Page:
New zoomier controller software preview

If you think I’ve been quiet for a while, it’s because I’ve been busy rewriting the controller.  Almost done.  In fact, I think I’ve got it back to the functionality that it had before.  Have a look: 

The reason for this all is primarily to decouple the machine size from the display size.  It was previously fixed at 1mm = 1 pixel, which is fine for people with small machines and big screens, but not really for anyone else.  So the major innovation here is a zoomable / draggable machine. Use the scroll wheel or pgup / pgdn to zoom, and middle button drag (or arrow keys) to move the machine around.  This changable machine, alongside the buttons panel that adjusts to the screen size means this will even squeeze onto little diddy screens like netbooks.

While I was getting my drag on, I also changed the select topleft/botright to be a plain drag to select.  Row size is now grid size, and there’s a number spinner thing to change it with the mouse.

I’ve used the ControlP5 GUI library to make it easier to write and script, and it’s really good, I’m impressed.  The downside to this is that you need to download that library and put it into your Processing libraries folder.  I might start making a binaries distribution of this, for this reason.

This code is currently in a branch in SVN called polargraphcontroller_zoom and you’ll notice it’s now a bunch of files, not just one.  You need them all.  There’s been a fair bit of extra code written to support these new features, and splitting them up this way makes it much easier to read and maintain, given the limitations of the Processing IDE.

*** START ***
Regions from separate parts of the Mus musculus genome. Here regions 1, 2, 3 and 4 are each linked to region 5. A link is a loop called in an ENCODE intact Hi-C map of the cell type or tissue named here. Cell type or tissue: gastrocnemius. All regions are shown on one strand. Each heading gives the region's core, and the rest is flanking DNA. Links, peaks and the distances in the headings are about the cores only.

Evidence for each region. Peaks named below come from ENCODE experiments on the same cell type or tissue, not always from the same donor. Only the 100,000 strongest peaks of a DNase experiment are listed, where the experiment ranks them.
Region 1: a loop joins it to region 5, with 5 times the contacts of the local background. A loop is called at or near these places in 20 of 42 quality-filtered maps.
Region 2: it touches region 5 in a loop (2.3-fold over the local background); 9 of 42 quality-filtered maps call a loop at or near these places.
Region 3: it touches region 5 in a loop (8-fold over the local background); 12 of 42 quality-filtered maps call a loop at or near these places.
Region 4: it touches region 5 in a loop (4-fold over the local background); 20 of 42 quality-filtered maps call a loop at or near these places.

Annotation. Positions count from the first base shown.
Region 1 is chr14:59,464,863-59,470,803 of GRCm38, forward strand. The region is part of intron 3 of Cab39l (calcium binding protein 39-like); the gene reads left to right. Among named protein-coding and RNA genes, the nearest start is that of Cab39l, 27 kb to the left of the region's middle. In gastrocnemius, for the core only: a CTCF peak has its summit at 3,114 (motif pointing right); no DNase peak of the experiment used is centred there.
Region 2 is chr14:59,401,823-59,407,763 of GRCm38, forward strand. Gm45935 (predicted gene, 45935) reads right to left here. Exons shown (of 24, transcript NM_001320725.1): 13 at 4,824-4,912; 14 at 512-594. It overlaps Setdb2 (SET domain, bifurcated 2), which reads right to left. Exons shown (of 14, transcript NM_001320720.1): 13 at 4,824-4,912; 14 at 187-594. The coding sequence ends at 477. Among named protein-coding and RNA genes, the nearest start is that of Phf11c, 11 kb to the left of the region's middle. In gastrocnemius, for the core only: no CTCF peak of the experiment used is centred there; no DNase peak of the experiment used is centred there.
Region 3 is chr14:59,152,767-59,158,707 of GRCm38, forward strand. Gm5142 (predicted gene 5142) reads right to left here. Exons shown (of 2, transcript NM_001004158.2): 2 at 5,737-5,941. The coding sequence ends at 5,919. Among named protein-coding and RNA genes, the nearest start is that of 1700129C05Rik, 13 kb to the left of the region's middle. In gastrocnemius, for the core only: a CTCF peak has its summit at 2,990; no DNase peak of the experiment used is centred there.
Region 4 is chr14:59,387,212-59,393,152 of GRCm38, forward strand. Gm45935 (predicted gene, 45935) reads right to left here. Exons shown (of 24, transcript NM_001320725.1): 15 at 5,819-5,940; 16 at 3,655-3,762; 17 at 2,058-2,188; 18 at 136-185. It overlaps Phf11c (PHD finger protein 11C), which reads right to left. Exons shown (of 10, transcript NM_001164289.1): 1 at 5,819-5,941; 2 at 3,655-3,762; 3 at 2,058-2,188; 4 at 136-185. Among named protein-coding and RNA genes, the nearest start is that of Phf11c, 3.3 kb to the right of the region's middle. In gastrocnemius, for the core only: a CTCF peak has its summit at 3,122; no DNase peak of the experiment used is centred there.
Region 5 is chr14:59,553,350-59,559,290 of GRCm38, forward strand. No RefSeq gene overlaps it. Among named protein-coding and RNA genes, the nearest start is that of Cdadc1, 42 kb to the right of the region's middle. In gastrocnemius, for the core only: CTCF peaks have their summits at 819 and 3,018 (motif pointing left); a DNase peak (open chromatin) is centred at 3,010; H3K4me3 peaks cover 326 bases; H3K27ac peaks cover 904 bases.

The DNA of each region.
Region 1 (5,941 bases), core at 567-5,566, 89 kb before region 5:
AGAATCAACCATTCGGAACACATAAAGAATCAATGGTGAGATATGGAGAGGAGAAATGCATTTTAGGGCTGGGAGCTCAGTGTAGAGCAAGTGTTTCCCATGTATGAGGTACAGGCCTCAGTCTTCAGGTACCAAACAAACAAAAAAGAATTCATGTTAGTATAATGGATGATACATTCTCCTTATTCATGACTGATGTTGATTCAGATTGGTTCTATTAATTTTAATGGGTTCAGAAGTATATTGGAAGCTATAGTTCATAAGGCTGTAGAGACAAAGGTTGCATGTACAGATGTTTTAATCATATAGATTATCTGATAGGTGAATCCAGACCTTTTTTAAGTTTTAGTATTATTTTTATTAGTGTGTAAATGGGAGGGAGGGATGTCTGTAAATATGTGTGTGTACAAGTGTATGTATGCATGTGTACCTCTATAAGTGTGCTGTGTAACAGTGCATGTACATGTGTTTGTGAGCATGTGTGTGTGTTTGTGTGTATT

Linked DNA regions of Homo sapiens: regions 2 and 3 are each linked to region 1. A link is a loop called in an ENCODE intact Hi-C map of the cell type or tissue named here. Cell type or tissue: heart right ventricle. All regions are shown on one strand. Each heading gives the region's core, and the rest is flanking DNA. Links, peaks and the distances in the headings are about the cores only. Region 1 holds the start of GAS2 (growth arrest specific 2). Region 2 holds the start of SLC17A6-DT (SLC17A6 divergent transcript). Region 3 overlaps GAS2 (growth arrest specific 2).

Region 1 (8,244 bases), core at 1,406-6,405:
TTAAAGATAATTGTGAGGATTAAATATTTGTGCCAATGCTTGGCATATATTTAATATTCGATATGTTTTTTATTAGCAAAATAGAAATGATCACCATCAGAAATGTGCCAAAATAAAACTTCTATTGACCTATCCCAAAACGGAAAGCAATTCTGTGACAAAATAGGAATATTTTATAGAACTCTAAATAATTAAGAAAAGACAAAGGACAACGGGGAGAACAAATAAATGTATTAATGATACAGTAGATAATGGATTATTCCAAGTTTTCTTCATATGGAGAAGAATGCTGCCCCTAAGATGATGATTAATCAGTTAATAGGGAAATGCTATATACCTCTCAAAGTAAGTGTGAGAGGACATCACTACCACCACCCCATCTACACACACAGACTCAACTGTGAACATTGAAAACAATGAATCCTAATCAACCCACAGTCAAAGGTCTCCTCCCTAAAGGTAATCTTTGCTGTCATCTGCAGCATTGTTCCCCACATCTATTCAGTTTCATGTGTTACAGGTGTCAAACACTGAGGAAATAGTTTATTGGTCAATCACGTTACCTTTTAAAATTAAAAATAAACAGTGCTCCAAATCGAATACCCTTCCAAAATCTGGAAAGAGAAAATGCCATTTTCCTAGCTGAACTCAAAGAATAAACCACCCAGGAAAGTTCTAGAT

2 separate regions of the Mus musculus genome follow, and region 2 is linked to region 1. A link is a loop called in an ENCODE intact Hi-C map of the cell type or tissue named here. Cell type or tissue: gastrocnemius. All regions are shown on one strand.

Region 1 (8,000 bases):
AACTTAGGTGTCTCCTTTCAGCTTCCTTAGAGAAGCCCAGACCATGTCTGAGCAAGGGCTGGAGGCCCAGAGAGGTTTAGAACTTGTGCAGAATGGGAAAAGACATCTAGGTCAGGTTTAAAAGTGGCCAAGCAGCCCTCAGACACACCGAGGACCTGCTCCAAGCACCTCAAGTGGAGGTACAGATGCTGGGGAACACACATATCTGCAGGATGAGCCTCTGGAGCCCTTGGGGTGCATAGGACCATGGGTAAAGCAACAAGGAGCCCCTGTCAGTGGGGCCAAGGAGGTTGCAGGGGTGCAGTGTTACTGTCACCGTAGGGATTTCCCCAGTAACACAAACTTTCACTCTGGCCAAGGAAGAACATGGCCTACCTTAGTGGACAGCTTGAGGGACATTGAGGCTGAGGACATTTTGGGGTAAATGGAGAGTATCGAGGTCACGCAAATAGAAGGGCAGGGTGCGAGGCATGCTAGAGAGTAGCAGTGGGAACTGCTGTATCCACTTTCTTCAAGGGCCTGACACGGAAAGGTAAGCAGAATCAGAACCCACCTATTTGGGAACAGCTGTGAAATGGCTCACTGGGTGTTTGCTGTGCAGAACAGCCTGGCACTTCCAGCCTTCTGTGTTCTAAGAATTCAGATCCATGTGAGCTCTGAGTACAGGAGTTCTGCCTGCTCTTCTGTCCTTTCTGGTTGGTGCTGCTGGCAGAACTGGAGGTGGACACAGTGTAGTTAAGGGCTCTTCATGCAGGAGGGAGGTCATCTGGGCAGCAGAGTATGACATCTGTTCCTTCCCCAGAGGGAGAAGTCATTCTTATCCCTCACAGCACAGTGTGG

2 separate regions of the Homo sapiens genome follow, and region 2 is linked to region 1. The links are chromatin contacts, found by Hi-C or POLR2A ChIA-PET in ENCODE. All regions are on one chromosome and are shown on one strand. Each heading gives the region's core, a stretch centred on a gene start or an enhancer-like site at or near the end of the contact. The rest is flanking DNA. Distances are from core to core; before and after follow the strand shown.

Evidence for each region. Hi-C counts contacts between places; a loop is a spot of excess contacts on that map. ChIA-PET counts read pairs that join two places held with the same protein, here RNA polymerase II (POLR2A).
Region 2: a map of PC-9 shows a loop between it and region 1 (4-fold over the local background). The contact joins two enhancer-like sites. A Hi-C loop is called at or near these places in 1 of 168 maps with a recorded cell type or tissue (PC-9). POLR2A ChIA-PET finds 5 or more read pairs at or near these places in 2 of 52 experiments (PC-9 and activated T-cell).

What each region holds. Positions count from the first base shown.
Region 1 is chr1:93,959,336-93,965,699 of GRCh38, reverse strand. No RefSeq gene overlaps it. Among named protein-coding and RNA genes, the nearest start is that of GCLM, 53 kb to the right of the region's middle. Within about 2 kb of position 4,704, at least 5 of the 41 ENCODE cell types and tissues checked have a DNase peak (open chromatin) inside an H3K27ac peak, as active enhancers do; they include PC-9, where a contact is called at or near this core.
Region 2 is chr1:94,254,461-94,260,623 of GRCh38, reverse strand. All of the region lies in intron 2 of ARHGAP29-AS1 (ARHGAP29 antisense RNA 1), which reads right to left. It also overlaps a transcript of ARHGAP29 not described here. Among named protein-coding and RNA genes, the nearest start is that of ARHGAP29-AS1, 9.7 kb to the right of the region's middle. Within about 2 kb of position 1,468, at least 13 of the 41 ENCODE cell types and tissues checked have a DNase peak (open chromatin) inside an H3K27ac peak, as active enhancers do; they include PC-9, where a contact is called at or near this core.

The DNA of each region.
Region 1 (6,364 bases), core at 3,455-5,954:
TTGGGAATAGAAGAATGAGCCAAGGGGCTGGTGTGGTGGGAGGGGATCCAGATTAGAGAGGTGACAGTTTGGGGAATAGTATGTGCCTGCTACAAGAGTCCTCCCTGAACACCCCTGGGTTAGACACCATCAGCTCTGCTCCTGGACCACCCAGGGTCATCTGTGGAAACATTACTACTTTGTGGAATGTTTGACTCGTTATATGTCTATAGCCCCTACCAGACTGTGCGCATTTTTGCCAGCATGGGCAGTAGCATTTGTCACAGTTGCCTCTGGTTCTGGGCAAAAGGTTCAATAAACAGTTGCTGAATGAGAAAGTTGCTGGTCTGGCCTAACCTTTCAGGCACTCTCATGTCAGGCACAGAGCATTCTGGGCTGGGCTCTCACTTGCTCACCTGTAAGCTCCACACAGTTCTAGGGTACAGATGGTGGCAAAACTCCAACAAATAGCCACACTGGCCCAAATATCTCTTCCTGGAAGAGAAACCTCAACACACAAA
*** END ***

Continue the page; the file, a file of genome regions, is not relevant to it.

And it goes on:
I’m holding off merging the branch into the development trunk until I’ve got the SVG importing cracked.  Now I’ve got straight lines working nicely, SVG is worth doing.  Oh, that and support for multiple properties files with a save as/load feature.

If you have a chance, please have a shot with this new code, see what you think and let me know if there’s things that it get’s wrong – particularly if you’re using a huge machine, or a tiny screen.  Your regular polargraph properties file should work in it.

Happy scribbling!

10 thoughts on “New zoomier controller software preview

  1. Looks great! Thanks for the work you’re putting into this.

    It’s hard to tell from the pic, but are the pixels in the preview now diamond shaped, or are they still round? Seeing a more accurate diamond shape would be very helpful. I’ve done a few portraits that have turned out somewhat sinister because the subjects have been rendered with vampire teeth or weird eyes, which I hadn’t been able to tell from the preview.

    Now that I’ve done many drawings, I find myself wishing for a “select whole image” button, as well as one to “center image” since I do those steps manually for each project. Then again, no one wants too many buttons crowding the screen.

    Thanks again! Get back to it!

    • Cheers! The density preview is still only circles – I know what you mean about the unexpected jaggedness – it would be nice to have some warning of it. My reason for not making this too representative was because it might give a false sense of accuracy – might give the impression that the machine is an output device for the software, rather than that the software is a preview of the machine. If you see what I mean. It’s an idealogical difference! I also struggle a bit with the maths of working out the right shapes too, but I’ll have another go at it – it would be useful.

      In my experience vampire teeth and weird eyes are a result of too much contrast between pixels, and can be improved by increasing the sample area. Only works up to a point of course, and it’s at the expense of overall “sharpness”.